Why Collect Revenue Stamps?
The trouble with collecting GB stamps is that you can put together a pretty good collection in no time at all, especially if you're buying off eBay.
What do you do then? You start looking for more and more obscure variations... slightly different colours or printings, watermarks in the wrong place or upside down, odd perforations. This is all very traditional, but you'll end up with pages of stamps that essentially look the same... I mean with some of the watermark variations you need a machine to see them!
Part of the attraction of stamps for me is the sheer detail in the early issues, they're minature works of art and I really like the different designs and varied uses.
This is where the revenues come in, they're just like postal stamps only better - they have tremendous histories attached to them (they were used for so many things), the sets are difficult to complete (there are very few dealers), there are plenty that haven't made it as far as a catalogue (now that's an exciting thought) and they're incredibly rare... if you want "conventional" rare stamp, no problem it's down to how much you have to spend... revenues start off rare and just get rarer!
The vast diversity and scope of fiscal stamps mean that you can collect for years without having to look for odd shades or strange watermarks, so duplication doesn't happen very often.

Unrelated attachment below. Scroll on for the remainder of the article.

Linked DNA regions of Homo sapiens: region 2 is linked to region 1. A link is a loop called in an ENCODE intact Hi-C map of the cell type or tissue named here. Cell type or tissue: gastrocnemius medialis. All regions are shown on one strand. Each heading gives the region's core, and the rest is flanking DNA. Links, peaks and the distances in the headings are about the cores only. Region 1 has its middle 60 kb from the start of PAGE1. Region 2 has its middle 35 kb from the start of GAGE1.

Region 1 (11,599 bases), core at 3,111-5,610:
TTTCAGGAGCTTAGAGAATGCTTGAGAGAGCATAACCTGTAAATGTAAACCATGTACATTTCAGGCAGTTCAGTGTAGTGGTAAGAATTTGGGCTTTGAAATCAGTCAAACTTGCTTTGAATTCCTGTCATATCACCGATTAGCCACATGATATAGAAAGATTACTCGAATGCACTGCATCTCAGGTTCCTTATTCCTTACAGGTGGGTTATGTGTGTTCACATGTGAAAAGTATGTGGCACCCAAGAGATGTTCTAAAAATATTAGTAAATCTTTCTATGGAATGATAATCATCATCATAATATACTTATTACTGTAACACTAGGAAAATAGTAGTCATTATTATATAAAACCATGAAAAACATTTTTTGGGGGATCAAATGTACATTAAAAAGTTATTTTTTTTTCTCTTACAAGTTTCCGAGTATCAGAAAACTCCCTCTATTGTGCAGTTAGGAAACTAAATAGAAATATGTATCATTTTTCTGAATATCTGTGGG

So which ones should I buy I hear you ask? Generally the more common ones are Contract Notes, Consular Service, Foreign Bill, Judicature and Inland Revenue. Having said this, there are still some scarce stamps within even these common categories. Overall you should aim for high value issues and ones with the most obscure usage... for some reason odd number denominations seem to be worth more than even denomination ones. My favourites are the Victorian high values although Edward VII has some pretty good issues too. Even really recent Elizabeth II revenue stamps can be worth a lot especially the ones that were used abroad in embassies and consulates.
Did you know that people who collected postal stamps were once regarding as inferior to the fiscal/revenue stamp collectors? This all changed in the 1920's when revenues stamps started being dropped from catalogue listings, but they're definitely on their way back... have a look at the Revenue Society website and check-out the Revenue Catalogues produced by John Barefoot of York... (they're even in colour these days).
...and when you've finished collecting all the United Kingdom revenues, there's the Empire (and beyond) still left... happy hunting!